2. Small (and I emphasize the word, "small") fireworks are always going off, at the most random times of the day, and sometimes the most random times of the night.
3. If it's not fireworks, it's firecrackers, which I don't find logical; they don't even look cool, they just make a ton of noise. I think I heard one that I swear lasted a full minute.
4. The greater population of Taiwan immigrates to the southern half of the island for the week, because that's where their parents all live and the tradition is to go back to your parents (and take your whole family with you).
5. FOOD. All week long. Every meal we were fed; lunches and dinners. We had all sort of things, from 5 course steak buffet's to Pizza Hut to members home cooked dinners to McDonald's.

In Sanxia, it was pretty good because not everybody left. There were many people who were either tourists that came to Sanxia, or who were originally from Sanxia and just stayed here. But a good majority of people were drunk at nights, and so they were more willing to talk to us than usual, but less willing to meet again with us than usual. Some people would straight up tell us, "I'm drunk, so don't bother me right now."

But we have this investigator that we were working with from before Guonian (Chinese New Year). Her name is Sister Guo, and she is an Amah, or rather, a really old lady (Amah basically means Grandma in Chinese). She was a nurse, worked abroad in three different countries before (all in Africa), retired a little early to come back to Taiwan and look after her grandson. She's about 70 now, and about 6 years ago, joined another church after asking someone about Christianity,and then reading the whole Bible twice. Prior to that, she was an atheist, but eventually believed in God. She's been a little less active in that church for a while though, because of some offense and some differences in doctrine she felt were wrong, and now is meeting with us!

She came to church last week, and was asked to introduce herself. She literally talked for 15 minutes about how she came to know of the church, miracles she's seen before in her life, and etc. I'm almost positive she will be baptized, and she's more outgoing in meeting new people than most members in the ward are. So that's super cool. We're really excited for her. And to think we met her during lunch one day, when she came and sat next to us herself!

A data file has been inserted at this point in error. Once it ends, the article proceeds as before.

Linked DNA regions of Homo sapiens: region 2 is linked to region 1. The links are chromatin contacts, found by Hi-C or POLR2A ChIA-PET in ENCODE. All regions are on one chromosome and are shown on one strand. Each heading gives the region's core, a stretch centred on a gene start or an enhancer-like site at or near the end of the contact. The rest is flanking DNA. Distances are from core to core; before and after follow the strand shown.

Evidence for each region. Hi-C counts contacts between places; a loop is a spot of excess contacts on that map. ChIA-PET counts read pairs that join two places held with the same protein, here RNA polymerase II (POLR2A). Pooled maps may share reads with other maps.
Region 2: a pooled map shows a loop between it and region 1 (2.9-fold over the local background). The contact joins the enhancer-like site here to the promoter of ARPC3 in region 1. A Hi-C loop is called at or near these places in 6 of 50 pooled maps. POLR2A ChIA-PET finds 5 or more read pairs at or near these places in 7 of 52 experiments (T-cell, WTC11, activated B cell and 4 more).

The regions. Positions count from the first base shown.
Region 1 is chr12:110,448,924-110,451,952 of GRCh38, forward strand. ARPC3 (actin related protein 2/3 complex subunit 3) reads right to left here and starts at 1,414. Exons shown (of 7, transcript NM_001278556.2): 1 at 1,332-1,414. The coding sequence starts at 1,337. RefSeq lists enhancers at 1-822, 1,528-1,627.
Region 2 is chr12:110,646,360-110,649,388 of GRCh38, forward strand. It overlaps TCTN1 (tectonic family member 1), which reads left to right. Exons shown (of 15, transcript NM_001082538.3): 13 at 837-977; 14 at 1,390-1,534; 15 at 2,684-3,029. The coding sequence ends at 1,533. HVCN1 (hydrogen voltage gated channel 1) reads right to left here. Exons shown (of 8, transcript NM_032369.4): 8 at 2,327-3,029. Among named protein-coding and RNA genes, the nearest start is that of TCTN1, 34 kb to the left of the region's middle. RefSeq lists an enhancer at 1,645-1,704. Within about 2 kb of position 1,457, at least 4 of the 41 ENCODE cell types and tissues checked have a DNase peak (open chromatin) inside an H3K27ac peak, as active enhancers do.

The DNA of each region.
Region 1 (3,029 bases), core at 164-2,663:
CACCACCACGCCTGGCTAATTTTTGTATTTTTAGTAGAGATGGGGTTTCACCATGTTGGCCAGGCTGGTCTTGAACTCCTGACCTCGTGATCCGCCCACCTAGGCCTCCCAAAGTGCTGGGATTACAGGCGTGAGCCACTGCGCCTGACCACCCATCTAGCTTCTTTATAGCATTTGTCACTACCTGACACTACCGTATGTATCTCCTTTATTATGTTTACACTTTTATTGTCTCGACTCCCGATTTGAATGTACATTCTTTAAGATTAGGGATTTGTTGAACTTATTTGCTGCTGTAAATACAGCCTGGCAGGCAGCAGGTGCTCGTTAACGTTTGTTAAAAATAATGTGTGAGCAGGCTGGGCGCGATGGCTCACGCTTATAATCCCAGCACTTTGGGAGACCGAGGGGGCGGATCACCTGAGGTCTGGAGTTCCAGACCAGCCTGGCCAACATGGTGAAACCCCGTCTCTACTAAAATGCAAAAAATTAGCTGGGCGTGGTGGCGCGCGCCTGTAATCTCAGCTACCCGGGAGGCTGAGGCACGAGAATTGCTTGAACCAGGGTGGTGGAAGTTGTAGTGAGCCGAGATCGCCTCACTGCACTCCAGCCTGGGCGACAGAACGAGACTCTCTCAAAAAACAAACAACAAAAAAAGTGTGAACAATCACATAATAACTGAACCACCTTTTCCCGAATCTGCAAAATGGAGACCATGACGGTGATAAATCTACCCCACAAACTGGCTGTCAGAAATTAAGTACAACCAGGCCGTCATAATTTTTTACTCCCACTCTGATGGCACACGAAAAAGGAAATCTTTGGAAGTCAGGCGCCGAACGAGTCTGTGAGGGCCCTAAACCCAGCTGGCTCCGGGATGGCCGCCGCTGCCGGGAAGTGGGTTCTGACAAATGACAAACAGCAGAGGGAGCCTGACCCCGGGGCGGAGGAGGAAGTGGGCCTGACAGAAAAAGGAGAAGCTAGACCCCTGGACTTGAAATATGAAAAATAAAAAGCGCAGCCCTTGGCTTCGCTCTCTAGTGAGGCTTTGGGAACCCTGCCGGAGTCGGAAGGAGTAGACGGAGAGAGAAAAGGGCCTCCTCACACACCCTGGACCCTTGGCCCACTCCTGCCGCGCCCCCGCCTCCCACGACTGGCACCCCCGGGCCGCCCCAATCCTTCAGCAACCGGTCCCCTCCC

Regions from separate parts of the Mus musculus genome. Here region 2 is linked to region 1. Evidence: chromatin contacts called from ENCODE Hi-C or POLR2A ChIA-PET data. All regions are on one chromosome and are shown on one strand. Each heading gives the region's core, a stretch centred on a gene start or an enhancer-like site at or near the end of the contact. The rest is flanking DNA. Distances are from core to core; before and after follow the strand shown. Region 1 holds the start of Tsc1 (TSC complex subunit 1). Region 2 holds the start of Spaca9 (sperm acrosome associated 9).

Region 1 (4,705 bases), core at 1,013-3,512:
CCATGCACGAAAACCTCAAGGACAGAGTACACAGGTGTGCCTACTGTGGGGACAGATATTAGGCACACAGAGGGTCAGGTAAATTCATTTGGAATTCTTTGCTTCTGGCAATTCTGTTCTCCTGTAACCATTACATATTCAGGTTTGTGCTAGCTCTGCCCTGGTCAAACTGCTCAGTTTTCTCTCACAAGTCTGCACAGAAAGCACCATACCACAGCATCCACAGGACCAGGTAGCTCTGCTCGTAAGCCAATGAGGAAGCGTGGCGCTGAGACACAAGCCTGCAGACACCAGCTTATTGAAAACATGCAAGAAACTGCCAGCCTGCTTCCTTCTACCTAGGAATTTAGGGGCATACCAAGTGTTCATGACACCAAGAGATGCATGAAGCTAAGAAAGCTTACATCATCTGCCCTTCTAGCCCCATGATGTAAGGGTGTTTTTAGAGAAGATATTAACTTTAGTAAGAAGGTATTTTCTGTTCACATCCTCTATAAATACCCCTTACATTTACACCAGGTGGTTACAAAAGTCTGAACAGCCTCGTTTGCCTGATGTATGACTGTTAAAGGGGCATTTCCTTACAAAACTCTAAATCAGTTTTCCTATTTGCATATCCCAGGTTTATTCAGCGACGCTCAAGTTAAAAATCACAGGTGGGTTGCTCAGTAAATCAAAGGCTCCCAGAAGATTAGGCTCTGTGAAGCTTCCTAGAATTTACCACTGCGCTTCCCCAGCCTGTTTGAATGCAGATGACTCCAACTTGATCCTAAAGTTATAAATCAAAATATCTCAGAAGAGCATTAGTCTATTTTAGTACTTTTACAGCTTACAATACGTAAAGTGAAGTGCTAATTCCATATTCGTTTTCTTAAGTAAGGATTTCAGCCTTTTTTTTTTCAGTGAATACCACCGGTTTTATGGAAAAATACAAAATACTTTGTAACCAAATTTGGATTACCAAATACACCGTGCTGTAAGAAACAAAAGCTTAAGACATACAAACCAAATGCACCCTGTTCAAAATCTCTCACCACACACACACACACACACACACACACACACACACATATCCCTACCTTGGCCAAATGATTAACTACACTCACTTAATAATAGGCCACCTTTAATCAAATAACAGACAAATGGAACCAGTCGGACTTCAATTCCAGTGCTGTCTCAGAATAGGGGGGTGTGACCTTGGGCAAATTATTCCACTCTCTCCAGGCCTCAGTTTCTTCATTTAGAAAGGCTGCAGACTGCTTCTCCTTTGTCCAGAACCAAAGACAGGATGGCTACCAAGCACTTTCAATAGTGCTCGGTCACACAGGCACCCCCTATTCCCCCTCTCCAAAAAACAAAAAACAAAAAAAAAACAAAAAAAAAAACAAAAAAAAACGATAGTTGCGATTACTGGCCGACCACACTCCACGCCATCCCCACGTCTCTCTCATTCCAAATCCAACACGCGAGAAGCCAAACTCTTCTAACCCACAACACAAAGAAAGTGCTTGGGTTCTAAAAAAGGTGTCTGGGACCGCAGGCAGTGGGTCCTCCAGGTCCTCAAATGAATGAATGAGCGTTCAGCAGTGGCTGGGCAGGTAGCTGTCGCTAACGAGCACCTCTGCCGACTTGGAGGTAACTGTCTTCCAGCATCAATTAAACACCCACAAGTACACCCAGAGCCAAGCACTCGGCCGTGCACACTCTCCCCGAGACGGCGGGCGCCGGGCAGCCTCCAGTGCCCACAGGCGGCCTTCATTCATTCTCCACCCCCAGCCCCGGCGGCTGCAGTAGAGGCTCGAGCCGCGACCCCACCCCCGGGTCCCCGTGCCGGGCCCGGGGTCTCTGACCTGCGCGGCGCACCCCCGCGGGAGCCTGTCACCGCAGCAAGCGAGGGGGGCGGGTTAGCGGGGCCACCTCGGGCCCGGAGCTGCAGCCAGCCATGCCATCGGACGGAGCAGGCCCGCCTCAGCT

We have also been meeting with this part member family. Yesterday they even gave us dinner. Afterward, we shared the first lesson, "The Restoration." We're not doing them in order right now; last time we shared the second lesson, "The Plan of Salvation." They've known missionaries for two years, but they said something interesting yesterday; "The previous missionaries have never shared so much or such long lessons with us." "What did they do before?" I asked. And they told us, they'd come, eat dinner with the family (because they were always so willing to feed the missionaries), and then they'd share like a scripture or two and be on their way. I was incredulous. While I'm grateful the family has had 2 years of scriptural preparation, I am amazed no one has ever tried to share the lessons and help them be baptized before. They're very receptive now, they've even been praying as a family (with the exception of the father), and we're hoping to help them continue to progress, come to church, and read scriptures. They're so awesome!

Yesterday I held a district meeting. We talked about the term "full-time missionaries," and what that means. What I see it as is: as full time missionaries, we are missionaries 24/7, there is no "personal time." There is time to rest, to do all those other things, but for two years or 18 months, all the time is the Lord's. So, we have to 1) use our time effectively, and 2) always be an example, because at all times of the day, people are viewing us as the representatives of the church, so we have to be good for neighbors, for people on the street, and even for our companion or other missionaries. I made this card as a reminder for each of the missionaries in my district: